A peak Australian health body has issued a dire warning about the slippery slope some may be led down if they decide to lose weight.
A peak Australian health body has issued a dire warning about the slippery slope some may be led down if they decide to lose weight.

Why dieting can be the worst thing for your health

Never go on a diet as it could be the first steps on the slippery slope to an eating disorder.

The stark warning from the Butterfly Foundation comes as Australians are bombarded with January fad diet offers and weight loss guarantees.

Extreme fasting, eliminating food groups, excessive calorie restriction, skipping meals can all lead to disordered eating which is the single most important indicator of the onset of an eating disorder.

"Eat three nutritious meals each day and a couple of healthy snacks, get moving and look after your well being, that is what I advise. Diets can end in disappointment, bingeing and ironically, weight gain. Look for the joys in life as being slim never made anyone more worthwhile," Dr June Alexander, eating disorder researcher and spokeswoman for the Butterfly Foundation said.

Disordered eating can result in significant mental, physical and social impairment and is associated not only with eating disorders but also health concerns such as depression, anxiety, nutritional and metabolic problems and weight gain.

"In January we are often bombarded with new year messaging related to weight, food, appearance and dieting. While moderate changes in diet and exercise coupled with balanced, varied and flexible behaviours around food and a positive relationship with food have been shown to be safe, significant mental and physical consequences may occur with extreme or unbalanced dieting practices. It is important to recognise that dieting is one of the leading risk factors in the development of an eating disorder," Amelia Trinick, a clinician and helpline team leader at Butterfly said.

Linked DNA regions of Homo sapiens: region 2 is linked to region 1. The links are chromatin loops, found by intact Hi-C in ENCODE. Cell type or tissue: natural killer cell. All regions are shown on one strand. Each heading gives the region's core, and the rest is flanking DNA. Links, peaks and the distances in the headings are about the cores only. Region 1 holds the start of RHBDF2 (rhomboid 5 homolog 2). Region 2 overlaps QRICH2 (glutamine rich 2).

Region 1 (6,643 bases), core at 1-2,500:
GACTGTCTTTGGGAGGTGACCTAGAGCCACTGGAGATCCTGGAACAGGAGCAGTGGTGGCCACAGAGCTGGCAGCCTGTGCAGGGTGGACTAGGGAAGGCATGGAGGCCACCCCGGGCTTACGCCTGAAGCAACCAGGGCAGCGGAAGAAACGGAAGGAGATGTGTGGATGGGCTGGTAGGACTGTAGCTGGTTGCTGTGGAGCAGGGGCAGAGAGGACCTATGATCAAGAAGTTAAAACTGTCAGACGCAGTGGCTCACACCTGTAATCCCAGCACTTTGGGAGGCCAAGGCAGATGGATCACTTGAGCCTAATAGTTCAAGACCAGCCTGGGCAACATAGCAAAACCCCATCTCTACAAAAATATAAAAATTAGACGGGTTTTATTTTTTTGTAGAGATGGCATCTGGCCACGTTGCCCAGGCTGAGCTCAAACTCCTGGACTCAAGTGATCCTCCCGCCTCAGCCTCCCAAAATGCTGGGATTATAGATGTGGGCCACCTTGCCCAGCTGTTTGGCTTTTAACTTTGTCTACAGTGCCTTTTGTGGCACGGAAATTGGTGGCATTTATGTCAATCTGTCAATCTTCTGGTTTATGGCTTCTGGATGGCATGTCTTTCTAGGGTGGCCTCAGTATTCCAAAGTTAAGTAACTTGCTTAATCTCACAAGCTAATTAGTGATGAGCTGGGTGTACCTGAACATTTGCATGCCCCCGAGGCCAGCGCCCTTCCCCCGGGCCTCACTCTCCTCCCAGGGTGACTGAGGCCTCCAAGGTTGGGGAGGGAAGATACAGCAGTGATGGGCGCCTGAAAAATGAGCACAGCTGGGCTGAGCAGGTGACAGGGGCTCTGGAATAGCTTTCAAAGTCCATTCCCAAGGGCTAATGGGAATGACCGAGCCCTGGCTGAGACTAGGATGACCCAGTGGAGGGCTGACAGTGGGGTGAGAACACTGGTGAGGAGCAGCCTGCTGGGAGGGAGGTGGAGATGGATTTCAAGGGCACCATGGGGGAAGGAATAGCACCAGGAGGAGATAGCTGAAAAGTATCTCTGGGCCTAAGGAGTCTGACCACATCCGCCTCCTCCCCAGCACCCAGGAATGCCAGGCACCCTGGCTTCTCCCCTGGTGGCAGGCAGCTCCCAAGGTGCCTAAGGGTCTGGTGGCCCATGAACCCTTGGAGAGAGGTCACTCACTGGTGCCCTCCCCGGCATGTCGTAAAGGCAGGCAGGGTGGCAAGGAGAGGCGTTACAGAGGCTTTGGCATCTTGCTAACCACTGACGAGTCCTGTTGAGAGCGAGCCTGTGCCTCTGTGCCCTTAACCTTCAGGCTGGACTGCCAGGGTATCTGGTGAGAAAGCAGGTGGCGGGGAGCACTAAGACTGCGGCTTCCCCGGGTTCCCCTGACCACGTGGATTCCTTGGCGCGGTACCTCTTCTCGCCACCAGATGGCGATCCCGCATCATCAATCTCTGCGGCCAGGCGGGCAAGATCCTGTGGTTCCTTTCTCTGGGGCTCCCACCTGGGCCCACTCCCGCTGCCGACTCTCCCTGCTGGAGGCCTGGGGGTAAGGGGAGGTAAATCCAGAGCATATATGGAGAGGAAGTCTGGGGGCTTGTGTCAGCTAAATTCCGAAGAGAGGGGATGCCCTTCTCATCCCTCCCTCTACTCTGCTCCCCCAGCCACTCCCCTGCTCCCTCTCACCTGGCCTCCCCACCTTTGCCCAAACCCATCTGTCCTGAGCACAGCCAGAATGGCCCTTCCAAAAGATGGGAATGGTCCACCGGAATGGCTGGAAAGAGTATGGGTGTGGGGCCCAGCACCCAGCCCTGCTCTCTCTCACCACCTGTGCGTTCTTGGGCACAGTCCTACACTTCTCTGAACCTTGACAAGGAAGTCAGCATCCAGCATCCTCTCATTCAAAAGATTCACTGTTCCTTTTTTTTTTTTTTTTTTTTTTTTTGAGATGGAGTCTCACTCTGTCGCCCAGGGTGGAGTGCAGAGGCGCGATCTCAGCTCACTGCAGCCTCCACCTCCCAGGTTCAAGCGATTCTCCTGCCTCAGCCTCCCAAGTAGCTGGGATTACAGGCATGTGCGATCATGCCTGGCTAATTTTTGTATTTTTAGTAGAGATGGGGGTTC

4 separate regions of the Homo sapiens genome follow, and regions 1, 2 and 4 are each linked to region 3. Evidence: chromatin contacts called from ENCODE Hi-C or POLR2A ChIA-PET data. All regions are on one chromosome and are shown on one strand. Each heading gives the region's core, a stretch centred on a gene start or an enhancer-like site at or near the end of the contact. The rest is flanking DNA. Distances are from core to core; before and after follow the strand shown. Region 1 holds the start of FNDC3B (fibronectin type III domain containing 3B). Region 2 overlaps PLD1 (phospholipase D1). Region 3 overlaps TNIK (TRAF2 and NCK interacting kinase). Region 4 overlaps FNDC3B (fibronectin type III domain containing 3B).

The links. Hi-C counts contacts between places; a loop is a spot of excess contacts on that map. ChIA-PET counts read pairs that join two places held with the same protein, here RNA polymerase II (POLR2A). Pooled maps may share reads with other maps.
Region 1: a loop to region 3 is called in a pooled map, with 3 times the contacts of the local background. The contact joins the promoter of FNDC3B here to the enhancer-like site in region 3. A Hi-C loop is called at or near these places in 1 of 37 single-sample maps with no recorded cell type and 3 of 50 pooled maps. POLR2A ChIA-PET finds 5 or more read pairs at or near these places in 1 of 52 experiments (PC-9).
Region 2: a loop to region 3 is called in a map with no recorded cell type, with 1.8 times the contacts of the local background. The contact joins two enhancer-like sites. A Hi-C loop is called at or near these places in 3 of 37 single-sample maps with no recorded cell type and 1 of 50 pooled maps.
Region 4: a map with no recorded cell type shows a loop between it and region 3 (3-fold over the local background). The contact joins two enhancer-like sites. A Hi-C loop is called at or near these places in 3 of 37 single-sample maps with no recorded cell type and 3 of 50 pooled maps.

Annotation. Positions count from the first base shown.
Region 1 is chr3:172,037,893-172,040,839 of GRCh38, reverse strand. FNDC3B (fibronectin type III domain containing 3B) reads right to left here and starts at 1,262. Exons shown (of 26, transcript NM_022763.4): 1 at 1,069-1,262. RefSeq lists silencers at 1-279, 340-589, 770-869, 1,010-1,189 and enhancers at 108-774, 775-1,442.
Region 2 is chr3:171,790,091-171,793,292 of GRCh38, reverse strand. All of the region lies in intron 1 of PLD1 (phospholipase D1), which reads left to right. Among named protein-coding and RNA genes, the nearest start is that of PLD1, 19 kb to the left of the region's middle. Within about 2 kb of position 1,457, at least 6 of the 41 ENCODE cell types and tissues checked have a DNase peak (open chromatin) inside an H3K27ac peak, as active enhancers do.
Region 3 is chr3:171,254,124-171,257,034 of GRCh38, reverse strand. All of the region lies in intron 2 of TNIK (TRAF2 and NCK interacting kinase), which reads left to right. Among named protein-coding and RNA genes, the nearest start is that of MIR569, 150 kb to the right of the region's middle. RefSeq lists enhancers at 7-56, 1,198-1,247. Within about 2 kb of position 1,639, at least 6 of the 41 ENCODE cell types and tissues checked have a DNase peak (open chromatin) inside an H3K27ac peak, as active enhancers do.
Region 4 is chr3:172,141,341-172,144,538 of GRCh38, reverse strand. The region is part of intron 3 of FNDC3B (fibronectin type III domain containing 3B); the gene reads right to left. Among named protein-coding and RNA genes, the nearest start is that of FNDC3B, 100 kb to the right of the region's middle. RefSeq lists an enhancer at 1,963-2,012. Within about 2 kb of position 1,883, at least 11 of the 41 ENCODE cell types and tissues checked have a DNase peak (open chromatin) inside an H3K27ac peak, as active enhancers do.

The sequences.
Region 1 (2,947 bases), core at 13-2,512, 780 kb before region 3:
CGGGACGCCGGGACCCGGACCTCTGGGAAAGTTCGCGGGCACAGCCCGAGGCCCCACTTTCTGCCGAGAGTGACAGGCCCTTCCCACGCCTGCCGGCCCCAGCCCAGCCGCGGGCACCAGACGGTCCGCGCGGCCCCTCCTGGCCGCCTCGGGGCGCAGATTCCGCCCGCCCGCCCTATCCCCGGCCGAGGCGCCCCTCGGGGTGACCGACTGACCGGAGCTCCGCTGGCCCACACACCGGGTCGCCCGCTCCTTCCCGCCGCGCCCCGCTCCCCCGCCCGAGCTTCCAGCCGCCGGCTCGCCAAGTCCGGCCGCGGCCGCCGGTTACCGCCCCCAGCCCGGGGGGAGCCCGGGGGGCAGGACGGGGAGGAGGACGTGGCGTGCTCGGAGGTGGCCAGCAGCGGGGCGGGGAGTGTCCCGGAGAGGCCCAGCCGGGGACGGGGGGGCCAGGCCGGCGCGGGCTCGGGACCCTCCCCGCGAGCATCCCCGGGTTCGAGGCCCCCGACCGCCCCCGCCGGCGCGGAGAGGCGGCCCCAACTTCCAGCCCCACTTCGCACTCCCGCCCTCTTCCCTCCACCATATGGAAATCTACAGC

Research shows that fad diets are also unlikely to lead to long-term weight loss and clinical guidelines from The National Health and Medical Research Council state that the majority of people who lose weight will regain all weight lost within two to five years due to physiological changes that occur in response to weight loss.

"Those most at risk of ending up with disordered eating and ultimately an eating disorder are those who have low self-esteem and want to fit in. I've also seen athletes and people who play sport and need to be a certain weight, taking dieting to the extreme and their eating becomes disordered," Dr Alexander said.

Teenagers can also get caught up in the body image messaging of the new year and research shows the act of starting any diet increases the risk of eating disorders in adolescent girls and boys.

Originally published as Why dieting can be the worst thing you can do for your health


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